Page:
similarly “favorable” case law is lacking in the
Eleventh Circuit, and that courts in the Northern District of
Georgia have dismissed as-applied challenges by felons.
See Pl.'s Opp'n at 8-9.
threshold objection fails. As an initial matter, his
reference to Schrader's dictum notwithstanding,
Plaintiff has not identified a difference in law between the
two jurisdictions. Plaintiff points to no binding authority
in the D.C. Circuit or the Eleventh Circuit that controls the
sort of as-applied challenge he seeks to bring. See
Pl.'s Opp'n at 6-9.
even if there were differences in circuit law, they would not
prevent a transfer of venue under § 1404(a) here.
Certainly, Plaintiff cites no authority actually supporting
that proposition. To the contrary, “[i]n
federal-question cases, transfer is permissible even when the
transferee forum is in a circuit that has interpreted a
federal law differently than the circuit of the transferor
forum.” Sierra Club v. Flowers, 276 F.Supp.2d
62, 69 n.4 (D.D.C. 2003). That is because “the federal
courts comprise a single system in which each tribunal
endeavors to apply a single body of law.” Id.
(quoting In re Korean Air Lines Disaster of Sept. 1,
1983, 829 F.2d 1171, 1175 (D.C. Cir. 1987)).
the Court proceeds to the well-recognized framework for
analyzing a motion to transfer venue. The parties agree that
this action might have been brought in the Northern District
of Georgia. Def.'s Br. at 6; Pl.'s Opp'n at 10;
see also 28 U.S.C. § 1391(e)(1). The Court will
therefore weigh the private- and public-interest factors to
determine if they justify a transfer.
private-interest considerations that a court may weigh in
evaluating a motion to transfer venue include: “(1) the
plaintiff's choice of forum; (2) the defendant's
preferred forum; (3) the location where the claim arose; (4)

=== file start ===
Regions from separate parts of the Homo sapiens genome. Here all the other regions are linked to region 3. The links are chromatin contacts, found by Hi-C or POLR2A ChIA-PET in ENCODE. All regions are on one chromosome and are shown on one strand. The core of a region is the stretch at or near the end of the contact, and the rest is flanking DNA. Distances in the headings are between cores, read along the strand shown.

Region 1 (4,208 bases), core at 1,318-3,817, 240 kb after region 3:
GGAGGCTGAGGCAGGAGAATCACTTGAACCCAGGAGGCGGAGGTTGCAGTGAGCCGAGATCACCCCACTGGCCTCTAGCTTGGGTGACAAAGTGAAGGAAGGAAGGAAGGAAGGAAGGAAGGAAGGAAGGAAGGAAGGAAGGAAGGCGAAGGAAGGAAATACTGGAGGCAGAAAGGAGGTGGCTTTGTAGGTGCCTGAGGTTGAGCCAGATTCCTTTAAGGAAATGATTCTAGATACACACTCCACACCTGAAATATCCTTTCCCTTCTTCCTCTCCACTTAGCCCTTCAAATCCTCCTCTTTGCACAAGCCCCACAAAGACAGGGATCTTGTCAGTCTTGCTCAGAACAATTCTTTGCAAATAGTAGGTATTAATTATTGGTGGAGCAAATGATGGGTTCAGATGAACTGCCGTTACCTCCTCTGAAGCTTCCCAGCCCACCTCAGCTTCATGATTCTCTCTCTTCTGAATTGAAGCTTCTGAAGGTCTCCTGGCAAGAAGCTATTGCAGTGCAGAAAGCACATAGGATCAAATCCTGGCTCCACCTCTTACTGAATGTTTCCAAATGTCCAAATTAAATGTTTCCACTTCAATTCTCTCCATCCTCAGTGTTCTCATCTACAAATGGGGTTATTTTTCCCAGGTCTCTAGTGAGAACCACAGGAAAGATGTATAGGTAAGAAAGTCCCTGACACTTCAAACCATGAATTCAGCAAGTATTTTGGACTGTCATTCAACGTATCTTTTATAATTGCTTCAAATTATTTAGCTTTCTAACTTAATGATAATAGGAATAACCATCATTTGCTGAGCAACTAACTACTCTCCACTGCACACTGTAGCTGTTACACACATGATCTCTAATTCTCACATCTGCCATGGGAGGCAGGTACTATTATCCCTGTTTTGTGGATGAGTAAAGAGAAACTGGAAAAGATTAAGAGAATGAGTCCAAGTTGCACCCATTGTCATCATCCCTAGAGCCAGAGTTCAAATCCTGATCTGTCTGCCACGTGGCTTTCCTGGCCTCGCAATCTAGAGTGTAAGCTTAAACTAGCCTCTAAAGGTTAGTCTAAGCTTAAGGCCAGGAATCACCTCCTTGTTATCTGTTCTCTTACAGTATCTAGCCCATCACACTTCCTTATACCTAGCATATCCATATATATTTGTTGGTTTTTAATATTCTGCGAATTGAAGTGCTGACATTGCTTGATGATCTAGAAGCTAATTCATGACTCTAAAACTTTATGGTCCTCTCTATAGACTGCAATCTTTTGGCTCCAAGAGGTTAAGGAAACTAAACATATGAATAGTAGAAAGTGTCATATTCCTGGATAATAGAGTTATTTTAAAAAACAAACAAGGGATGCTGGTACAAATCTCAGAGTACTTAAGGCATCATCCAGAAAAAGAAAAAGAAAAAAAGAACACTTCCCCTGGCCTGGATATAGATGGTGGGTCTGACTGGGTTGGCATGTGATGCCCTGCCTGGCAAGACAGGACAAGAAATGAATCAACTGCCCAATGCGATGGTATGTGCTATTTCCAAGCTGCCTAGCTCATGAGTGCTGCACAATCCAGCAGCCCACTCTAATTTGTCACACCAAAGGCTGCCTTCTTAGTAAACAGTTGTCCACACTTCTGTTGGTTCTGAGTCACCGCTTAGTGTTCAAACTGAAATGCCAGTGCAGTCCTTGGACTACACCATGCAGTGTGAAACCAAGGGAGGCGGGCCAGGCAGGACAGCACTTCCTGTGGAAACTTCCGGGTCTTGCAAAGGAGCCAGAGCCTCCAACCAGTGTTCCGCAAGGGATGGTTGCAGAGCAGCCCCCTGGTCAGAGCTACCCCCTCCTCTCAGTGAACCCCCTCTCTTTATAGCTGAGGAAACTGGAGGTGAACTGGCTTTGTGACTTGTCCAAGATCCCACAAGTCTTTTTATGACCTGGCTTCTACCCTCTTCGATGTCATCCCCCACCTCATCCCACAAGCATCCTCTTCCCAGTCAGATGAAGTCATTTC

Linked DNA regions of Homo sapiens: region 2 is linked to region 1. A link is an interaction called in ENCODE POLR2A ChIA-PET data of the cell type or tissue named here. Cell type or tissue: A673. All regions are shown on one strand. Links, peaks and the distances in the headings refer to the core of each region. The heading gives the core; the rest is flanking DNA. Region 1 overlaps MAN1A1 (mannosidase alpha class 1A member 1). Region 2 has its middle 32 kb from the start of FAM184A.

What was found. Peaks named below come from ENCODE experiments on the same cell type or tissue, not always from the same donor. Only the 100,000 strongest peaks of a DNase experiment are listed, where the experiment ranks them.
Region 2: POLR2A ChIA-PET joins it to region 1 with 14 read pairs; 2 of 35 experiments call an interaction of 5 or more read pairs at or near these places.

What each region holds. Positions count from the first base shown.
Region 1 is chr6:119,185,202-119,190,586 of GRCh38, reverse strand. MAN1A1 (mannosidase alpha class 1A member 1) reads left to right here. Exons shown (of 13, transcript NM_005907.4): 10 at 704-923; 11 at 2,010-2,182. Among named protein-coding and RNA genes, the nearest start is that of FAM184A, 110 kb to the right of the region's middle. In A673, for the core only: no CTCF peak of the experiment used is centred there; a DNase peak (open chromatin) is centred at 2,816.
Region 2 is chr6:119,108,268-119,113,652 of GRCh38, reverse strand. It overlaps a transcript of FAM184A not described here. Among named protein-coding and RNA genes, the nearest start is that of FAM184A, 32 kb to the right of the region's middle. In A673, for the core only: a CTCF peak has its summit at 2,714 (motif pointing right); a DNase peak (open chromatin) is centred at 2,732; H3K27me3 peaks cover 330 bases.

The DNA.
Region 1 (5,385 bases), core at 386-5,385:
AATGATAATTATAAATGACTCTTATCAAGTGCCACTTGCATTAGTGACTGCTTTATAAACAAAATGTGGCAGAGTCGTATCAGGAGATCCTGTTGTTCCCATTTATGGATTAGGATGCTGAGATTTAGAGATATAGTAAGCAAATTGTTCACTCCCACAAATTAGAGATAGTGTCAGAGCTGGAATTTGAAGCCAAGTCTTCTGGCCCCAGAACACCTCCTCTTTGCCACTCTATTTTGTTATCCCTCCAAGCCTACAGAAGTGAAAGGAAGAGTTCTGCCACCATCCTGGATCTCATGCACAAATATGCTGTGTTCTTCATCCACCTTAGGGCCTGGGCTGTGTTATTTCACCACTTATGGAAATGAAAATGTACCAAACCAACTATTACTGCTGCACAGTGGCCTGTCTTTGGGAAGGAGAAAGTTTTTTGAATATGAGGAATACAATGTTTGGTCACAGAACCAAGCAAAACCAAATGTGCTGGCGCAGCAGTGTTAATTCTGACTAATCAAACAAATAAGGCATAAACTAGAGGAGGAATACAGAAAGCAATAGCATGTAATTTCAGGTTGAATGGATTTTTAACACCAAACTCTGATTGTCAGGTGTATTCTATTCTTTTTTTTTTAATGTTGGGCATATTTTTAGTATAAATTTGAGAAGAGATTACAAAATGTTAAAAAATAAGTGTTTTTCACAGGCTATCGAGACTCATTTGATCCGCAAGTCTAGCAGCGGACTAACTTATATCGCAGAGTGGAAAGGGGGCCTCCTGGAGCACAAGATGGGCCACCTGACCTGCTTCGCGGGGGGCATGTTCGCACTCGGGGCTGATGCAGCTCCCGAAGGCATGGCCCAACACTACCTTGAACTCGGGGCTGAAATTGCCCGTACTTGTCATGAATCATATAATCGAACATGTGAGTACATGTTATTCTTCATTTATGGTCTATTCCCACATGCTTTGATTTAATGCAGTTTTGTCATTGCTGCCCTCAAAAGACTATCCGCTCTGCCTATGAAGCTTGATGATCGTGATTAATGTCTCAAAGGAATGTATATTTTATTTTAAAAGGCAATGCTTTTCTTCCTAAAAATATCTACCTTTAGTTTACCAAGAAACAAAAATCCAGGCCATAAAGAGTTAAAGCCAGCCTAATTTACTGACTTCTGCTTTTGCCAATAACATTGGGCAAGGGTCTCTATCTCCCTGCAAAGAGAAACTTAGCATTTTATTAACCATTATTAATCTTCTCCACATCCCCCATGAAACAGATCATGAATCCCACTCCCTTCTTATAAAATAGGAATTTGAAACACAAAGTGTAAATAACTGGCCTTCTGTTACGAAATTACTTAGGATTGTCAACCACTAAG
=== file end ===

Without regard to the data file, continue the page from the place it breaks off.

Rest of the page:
the convenience of the parties; (5) the convenience of
witnesses; and (6) ease of access to sources of proof.”
Mazzarino, 955 F.Supp.2d at 28.
first factor, the plaintiff's choice of forum, weighs
slightly against transfer. The plaintiff's choice usually
receives deference, especially when the plaintiff brings suit
in his home district. Id. at 29. But the
plaintiff's choice is entitled to little or no deference
where “the parties, facts, and claims . . . lack any
significant connection to the District of Columbia.”
Id. at 30. The mere fact that the defendant can be
sued in the forum is not enough, particularly where the
defendant is subject to suit nationwide. See Id.
Plaintiff argues that his choice of forum is due extra
deference because the law in this Circuit is, he claims, more
favorable to him. Pl.'s Opp'n at 10. But this does
not weigh against transfer. To the contrary, “a court
should be vigilant to possible forum shopping, especially
when the underlying case has little or no connection to the
district in which it sits.” Mazzarino, 955
F.Supp.2d at 30. And that is doubly true where a plaintiff,
by “naming high government officials as defendants,
” seeks to “bring a suit here that properly
should be pursued elsewhere.” Cameron v.
Thornburgh, 98 ...